PLAN FIRST: Making the Best Decision about Pension Offers. Annexus. All Rights Reserved.

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Making the

Best Decision






I. Providing a Better Plan

for Your Pensions

Why You Need to Plan Before Accepting a Pension Offer Thousands of Americans are facing a decision that will impact the rest of their lives after work: whether to accept a lump sum payment of their pension or elect for monthly payments. Unfortunately, many of them will make the wrong decision and negatively impact their retirement future because of poor planning or no planning at all. Even more alarming is the fact that many advisors lack the information and the tools to help them make such a critical and time-sensitive decision.

This compact guidebook, Plan First: Making the Best Decision about Pension Offers, is intended to be used with your advisor as an essential financial planning tool to help you assess your needs and desires for life after work, calculate foreseeable and unforeseeable costs, better understand the options available through the pension offer and, ultimately, help you choose which option best suits your circumstances.

Although this guide can be useful to assist with retirement financial planning that pertains to pension offers, this material has been prepared for informational and educational purposes only. It is not intended to provide, and should not be relied upon for accounting, legal, tax or investment advice. Please consult with a professional specializing in these areas regarding the applicability of this information to your situation.*

The Options in a Nutshell

Large companies offering traditional pension plans are at a crossroads today. Many of them are facing the prospect of not being able to deliver future retirement benefits to their employees because of a deficit in pension plan assets. In an effort to lighten hefty balance sheets and reduce the likelihood of future unfunded pension liability, they are now offering employees like you an alternative to traditional lifetime annuitized payments: a one-time lump sum benefit payment.

At first glance, the lump sum option may seem like a tempting offer and a win-win situation for everyone.


You receive your well-earned benefits and don’t have to speculate about whether your pension funds will be forthcoming from the company (especially given the volatility of the economy), and the company is able to reduce plan assets and adjust the balance sheet deficit. The company further benefits because the more lump sum payments made, the more likely they will receive a favorable interest rate assumption (which is a forecasted estimate) and a generous extension to remedy the unfunded pension liability (as opposed to facing sanctions and other expensive punitive measures for having an unfunded pension plan).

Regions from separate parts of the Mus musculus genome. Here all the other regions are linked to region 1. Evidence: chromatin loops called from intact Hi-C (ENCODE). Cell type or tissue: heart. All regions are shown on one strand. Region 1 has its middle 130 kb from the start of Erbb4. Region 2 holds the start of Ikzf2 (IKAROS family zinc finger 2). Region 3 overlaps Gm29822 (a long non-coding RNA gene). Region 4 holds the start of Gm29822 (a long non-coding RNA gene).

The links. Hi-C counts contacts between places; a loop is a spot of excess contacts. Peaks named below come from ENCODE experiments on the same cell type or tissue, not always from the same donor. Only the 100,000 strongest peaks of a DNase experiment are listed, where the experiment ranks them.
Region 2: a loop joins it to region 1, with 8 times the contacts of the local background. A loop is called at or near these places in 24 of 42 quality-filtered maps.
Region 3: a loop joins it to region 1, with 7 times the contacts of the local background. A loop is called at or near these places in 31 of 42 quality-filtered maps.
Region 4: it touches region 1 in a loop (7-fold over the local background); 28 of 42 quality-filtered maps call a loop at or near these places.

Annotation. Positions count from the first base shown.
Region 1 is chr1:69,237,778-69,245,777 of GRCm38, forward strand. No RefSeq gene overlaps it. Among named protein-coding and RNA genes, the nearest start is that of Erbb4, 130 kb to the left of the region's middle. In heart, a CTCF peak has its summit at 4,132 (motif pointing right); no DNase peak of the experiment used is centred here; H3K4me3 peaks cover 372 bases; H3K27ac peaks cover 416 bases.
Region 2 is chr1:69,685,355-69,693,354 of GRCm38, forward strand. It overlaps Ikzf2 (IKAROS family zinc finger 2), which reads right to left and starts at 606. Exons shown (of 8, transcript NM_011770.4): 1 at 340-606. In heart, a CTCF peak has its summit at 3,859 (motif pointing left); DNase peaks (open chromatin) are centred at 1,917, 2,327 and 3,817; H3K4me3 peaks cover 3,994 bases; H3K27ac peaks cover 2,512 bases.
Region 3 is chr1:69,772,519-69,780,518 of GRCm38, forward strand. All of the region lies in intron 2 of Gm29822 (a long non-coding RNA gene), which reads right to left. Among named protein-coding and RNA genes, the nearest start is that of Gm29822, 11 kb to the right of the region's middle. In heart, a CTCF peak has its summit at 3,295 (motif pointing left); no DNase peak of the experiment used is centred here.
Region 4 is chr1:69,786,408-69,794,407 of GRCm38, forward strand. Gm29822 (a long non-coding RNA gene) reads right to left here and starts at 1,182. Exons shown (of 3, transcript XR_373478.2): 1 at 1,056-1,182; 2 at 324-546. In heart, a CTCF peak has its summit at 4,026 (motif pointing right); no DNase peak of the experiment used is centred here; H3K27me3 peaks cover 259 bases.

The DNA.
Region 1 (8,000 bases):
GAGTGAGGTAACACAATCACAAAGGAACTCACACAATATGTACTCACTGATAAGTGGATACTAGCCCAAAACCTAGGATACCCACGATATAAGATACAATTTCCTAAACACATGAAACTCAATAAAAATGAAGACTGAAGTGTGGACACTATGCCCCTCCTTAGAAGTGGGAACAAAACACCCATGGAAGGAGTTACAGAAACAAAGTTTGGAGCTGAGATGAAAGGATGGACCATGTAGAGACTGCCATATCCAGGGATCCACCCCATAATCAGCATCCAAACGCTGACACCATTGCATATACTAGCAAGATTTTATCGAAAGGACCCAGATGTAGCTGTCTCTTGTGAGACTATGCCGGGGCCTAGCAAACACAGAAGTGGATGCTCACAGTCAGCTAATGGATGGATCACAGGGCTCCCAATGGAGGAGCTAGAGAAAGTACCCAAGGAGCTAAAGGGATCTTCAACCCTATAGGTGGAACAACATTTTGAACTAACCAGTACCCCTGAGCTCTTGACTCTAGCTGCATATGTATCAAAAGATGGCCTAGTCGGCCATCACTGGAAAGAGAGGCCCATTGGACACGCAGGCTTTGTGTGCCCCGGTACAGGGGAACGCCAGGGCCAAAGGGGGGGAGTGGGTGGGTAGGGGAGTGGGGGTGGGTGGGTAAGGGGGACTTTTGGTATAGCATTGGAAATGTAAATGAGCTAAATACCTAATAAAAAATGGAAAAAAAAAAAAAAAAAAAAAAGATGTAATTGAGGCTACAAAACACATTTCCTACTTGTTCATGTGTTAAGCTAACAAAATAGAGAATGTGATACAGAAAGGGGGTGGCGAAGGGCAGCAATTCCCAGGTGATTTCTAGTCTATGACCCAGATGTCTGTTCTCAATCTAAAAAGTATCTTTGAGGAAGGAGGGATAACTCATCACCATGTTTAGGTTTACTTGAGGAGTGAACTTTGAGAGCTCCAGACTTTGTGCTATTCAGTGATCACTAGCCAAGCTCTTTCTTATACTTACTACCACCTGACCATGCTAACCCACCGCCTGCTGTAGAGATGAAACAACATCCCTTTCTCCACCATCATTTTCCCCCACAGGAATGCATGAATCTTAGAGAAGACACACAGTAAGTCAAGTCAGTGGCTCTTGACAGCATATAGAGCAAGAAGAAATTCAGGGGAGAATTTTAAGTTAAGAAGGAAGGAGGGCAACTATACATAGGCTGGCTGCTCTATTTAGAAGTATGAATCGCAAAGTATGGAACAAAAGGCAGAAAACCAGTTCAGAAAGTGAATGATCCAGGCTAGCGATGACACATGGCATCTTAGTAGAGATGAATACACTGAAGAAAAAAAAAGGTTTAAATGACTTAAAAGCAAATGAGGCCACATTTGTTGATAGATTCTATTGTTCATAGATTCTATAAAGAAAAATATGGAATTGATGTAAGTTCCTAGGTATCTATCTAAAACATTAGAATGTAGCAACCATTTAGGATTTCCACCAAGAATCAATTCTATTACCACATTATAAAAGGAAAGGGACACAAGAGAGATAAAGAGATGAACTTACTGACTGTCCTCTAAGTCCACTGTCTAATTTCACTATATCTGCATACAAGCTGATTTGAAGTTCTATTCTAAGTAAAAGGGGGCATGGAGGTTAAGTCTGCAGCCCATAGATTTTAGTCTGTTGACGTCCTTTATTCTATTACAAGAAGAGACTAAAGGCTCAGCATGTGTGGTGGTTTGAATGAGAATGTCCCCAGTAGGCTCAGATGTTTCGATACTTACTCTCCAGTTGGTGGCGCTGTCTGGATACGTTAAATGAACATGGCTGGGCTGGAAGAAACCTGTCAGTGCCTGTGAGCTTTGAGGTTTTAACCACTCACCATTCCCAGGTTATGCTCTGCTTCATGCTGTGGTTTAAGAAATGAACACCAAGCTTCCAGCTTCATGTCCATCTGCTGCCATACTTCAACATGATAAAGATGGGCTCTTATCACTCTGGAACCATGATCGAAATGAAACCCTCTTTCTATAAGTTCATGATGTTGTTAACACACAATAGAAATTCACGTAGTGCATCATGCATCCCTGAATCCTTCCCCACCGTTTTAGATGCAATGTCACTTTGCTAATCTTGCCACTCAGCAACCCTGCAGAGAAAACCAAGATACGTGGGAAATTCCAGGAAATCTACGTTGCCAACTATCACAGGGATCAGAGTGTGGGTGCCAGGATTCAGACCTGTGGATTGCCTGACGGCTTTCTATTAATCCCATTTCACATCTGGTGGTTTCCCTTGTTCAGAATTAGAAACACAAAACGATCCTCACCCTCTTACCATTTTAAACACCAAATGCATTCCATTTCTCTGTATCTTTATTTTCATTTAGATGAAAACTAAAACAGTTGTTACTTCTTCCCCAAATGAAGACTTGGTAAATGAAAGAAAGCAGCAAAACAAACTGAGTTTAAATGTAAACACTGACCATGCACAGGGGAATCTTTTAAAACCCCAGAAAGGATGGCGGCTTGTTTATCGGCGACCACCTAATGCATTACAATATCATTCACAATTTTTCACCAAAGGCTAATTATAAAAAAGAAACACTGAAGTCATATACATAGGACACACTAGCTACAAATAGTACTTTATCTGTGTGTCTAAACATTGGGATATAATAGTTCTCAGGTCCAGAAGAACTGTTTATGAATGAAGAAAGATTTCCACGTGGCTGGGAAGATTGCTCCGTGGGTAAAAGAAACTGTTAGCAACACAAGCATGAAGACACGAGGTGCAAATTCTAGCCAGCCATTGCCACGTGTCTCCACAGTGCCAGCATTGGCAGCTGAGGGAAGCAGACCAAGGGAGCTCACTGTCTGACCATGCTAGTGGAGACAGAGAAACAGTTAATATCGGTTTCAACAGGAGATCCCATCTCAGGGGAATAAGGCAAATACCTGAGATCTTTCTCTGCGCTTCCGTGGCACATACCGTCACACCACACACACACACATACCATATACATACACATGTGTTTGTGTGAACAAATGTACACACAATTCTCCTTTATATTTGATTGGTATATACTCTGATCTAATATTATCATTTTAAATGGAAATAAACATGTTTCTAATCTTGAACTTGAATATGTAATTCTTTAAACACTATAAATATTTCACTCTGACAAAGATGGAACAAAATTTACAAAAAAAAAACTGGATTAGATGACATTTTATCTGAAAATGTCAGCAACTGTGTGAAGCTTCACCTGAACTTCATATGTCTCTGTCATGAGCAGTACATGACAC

You may also elect to take your

lump sum benefit and purchase

an annuity with a guaranteed

lifetime income rider.

The other option includes selecting a monthly distribution plan to secure an income stream in retirement and diminish the chance of outspending your nest egg. According to a 2011 AON/Hewitt

human resources survey of 500 large U.S. employers, 16 percent offered their employees an “in-plan

retirement income solution” versus the lump sum option. Another 22 percent indicated that they planned to offer this option in 2012.1

These retirement income streams or distributions can come from income annuities purchased for you by the company. You may also choose to take the lump sum and purchase one of several types of income annuities such as a deferred annuity, immediate annuity or fixed indexed annuity with guaranteed lifetime income riders. Deferred annuities begin distributions after a designated date in the future, whereas immediate annuities are set up to start distributing income almost immediately after purchase.

Annuities with guaranteed lifetime income riders can provide the best features of both lump sum and annuitized monthly options by offering accessibility to

cash for contingencies, guaranteed lifetime income, accumulation growth, inflation-indexed income, joint survivorship with 100% remainder to surviving spouse and a lasting legacy for beneficiaries.

Many plans offer joint and survivor spouse options that allow for the surviving spouse to receive a portion of the benefit remainder. This also applies to both the deferred and immediate annuity. However, very few offer a joint and 100% survivor option (where the surviving spouse receives 100% of the benefit remainder). In most cases, this means a surviving spouse will see their pension income drop and their Social Security income drop upon the demise of the first spouse. However, an annuity with a guaranteed lifetime income rider is designed to offset any such decreases.

This is why careful consideration must be given to everyone’s unique circumstances—especially yours. This is a decision that should not be made at first glance or put off until the last minute.

Both the lump sum and the annuitized option come with their own risks and advantages. Without professional insight and informed planning, the long-term consequences from making the wrong decision could have a devastating impact on your future. Although IRS regulations require the disclosure of “relative values” expressed in either percentages, monthly amounts or lump sum to help you with comparing the settlement options, these relative values can oftentimes be difficult to understand— even when accompanied with written explanations. With the assistance of a financial advisor and a licensed tax or legal professional, those considering pension offers should carefully review the various factors that should be discussed, assessed and calculated before choosing a settlement option. Your financial advisor acts as your personal “quarterback” to help you navigate the field of retirement planning and works with other players (such as tax and legal professionals) to strategize the best plays for your retirement.